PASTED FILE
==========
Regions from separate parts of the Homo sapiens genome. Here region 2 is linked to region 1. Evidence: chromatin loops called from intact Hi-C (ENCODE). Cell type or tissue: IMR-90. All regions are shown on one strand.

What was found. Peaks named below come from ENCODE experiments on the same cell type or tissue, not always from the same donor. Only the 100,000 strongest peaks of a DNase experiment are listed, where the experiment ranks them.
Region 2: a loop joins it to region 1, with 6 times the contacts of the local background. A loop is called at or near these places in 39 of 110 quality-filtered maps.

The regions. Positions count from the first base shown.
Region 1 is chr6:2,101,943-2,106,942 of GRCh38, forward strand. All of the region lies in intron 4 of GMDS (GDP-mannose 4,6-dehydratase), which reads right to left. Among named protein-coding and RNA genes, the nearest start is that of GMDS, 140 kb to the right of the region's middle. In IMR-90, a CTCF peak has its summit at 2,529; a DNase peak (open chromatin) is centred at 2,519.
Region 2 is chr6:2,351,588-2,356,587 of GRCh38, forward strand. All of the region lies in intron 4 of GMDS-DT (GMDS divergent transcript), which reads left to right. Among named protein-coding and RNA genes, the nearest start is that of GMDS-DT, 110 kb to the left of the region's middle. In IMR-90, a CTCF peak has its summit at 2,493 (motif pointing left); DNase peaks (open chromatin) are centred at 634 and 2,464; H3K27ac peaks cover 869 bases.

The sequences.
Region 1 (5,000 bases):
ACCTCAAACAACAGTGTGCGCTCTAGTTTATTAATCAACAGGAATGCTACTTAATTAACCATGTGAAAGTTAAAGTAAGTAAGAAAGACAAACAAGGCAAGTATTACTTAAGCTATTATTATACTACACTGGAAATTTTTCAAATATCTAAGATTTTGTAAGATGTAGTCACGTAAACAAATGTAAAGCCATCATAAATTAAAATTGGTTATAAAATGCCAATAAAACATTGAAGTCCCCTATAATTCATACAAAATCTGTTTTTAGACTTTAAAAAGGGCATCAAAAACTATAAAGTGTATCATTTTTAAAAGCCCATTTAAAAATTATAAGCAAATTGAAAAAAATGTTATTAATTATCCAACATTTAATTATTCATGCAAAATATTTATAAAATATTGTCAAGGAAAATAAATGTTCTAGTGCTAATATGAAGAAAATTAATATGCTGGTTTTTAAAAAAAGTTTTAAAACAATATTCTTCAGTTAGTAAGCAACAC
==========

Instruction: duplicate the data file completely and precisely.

Regions from separate parts of the Homo sapiens genome. Here region 2 is linked to region 1. Evidence: chromatin loops called from intact Hi-C (ENCODE). Cell type or tissue: IMR-90. All regions are shown on one strand.

What was found. Peaks named below come from ENCODE experiments on the same cell type or tissue, not always from the same donor. Only the 100,000 strongest peaks of a DNase experiment are listed, where the experiment ranks them.
Region 2: a loop joins it to region 1, with 6 times the contacts of the local background. A loop is called at or near these places in 39 of 110 quality-filtered maps.

The regions. Positions count from the first base shown.
Region 1 is chr6:2,101,943-2,106,942 of GRCh38, forward strand. All of the region lies in intron 4 of GMDS (GDP-mannose 4,6-dehydratase), which reads right to left. Among named protein-coding and RNA genes, the nearest start is that of GMDS, 140 kb to the right of the region's middle. In IMR-90, a CTCF peak has its summit at 2,529; a DNase peak (open chromatin) is centred at 2,519.
Region 2 is chr6:2,351,588-2,356,587 of GRCh38, forward strand. All of the region lies in intron 4 of GMDS-DT (GMDS divergent transcript), which reads left to right. Among named protein-coding and RNA genes, the nearest start is that of GMDS-DT, 110 kb to the left of the region's middle. In IMR-90, a CTCF peak has its summit at 2,493 (motif pointing left); DNase peaks (open chromatin) are centred at 634 and 2,464; H3K27ac peaks cover 869 bases.

The sequences.
Region 1 (5,000 bases):
ACCTCAAACAACAGTGTGCGCTCTAGTTTATTAATCAACAGGAATGCTACTTAATTAACCATGTGAAAGTTAAAGTAAGTAAGAAAGACAAACAAGGCAAGTATTACTTAAGCTATTATTATACTACACTGGAAATTTTTCAAATATCTAAGATTTTGTAAGATGTAGTCACGTAAACAAATGTAAAGCCATCATAAATTAAAATTGGTTATAAAATGCCAATAAAACATTGAAGTCCCCTATAATTCATACAAAATCTGTTTTTAGACTTTAAAAAGGGCATCAAAAACTATAAAGTGTATCATTTTTAAAAGCCCATTTAAAAATTATAAGCAAATTGAAAAAAATGTTATTAATTATCCAACATTTAATTATTCATGCAAAATATTTATAAAATATTGTCAAGGAAAATAAATGTTCTAGTGCTAATATGAAGAAAATTAATATGCTGGTTTTTAAAAAAAGTTTTAAAACAATATTCTTCAGTTAGTAAGCAACAC